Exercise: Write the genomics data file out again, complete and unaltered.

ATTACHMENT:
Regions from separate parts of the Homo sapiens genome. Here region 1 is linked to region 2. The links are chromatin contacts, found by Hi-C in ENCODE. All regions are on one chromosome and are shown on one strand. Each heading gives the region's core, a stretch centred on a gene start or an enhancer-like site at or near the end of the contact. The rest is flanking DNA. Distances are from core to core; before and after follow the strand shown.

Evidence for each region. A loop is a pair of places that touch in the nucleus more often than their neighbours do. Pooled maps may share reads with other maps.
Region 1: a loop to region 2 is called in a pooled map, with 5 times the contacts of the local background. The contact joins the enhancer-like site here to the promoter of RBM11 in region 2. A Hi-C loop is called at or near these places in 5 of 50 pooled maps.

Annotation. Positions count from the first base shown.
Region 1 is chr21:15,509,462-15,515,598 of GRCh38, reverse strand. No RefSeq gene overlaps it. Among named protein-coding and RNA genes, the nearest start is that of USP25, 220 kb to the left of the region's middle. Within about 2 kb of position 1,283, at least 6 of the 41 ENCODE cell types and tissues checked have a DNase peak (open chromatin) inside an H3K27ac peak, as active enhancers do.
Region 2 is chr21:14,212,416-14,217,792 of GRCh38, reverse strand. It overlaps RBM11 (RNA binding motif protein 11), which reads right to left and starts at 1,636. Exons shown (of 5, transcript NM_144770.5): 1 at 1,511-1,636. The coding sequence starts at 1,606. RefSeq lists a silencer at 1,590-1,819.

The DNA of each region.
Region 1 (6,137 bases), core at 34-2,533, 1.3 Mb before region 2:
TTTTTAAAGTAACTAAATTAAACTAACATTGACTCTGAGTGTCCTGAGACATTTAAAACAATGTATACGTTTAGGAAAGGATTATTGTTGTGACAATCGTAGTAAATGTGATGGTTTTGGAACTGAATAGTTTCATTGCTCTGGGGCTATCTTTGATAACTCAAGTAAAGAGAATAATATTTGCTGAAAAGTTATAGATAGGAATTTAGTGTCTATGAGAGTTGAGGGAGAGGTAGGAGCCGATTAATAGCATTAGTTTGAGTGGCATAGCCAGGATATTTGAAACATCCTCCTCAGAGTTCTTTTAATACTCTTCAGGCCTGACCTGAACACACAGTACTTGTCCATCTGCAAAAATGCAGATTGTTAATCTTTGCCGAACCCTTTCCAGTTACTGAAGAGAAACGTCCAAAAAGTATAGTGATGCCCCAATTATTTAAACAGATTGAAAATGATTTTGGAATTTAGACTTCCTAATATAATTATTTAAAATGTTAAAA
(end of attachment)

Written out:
Regions from separate parts of the Homo sapiens genome. Here region 1 is linked to region 2. The links are chromatin contacts, found by Hi-C in ENCODE. All regions are on one chromosome and are shown on one strand. Each heading gives the region's core, a stretch centred on a gene start or an enhancer-like site at or near the end of the contact. The rest is flanking DNA. Distances are from core to core; before and after follow the strand shown.

Evidence for each region. A loop is a pair of places that touch in the nucleus more often than their neighbours do. Pooled maps may share reads with other maps.
Region 1: a loop to region 2 is called in a pooled map, with 5 times the contacts of the local background. The contact joins the enhancer-like site here to the promoter of RBM11 in region 2. A Hi-C loop is called at or near these places in 5 of 50 pooled maps.

Annotation. Positions count from the first base shown.
Region 1 is chr21:15,509,462-15,515,598 of GRCh38, reverse strand. No RefSeq gene overlaps it. Among named protein-coding and RNA genes, the nearest start is that of USP25, 220 kb to the left of the region's middle. Within about 2 kb of position 1,283, at least 6 of the 41 ENCODE cell types and tissues checked have a DNase peak (open chromatin) inside an H3K27ac peak, as active enhancers do.
Region 2 is chr21:14,212,416-14,217,792 of GRCh38, reverse strand. It overlaps RBM11 (RNA binding motif protein 11), which reads right to left and starts at 1,636. Exons shown (of 5, transcript NM_144770.5): 1 at 1,511-1,636. The coding sequence starts at 1,606. RefSeq lists a silencer at 1,590-1,819.

The DNA of each region.
Region 1 (6,137 bases), core at 34-2,533, 1.3 Mb before region 2:
TTTTTAAAGTAACTAAATTAAACTAACATTGACTCTGAGTGTCCTGAGACATTTAAAACAATGTATACGTTTAGGAAAGGATTATTGTTGTGACAATCGTAGTAAATGTGATGGTTTTGGAACTGAATAGTTTCATTGCTCTGGGGCTATCTTTGATAACTCAAGTAAAGAGAATAATATTTGCTGAAAAGTTATAGATAGGAATTTAGTGTCTATGAGAGTTGAGGGAGAGGTAGGAGCCGATTAATAGCATTAGTTTGAGTGGCATAGCCAGGATATTTGAAACATCCTCCTCAGAGTTCTTTTAATACTCTTCAGGCCTGACCTGAACACACAGTACTTGTCCATCTGCAAAAATGCAGATTGTTAATCTTTGCCGAACCCTTTCCAGTTACTGAAGAGAAACGTCCAAAAAGTATAGTGATGCCCCAATTATTTAAACAGATTGAAAATGATTTTGGAATTTAGACTTCCTAATATAATTATTTAAAATGTTAAAA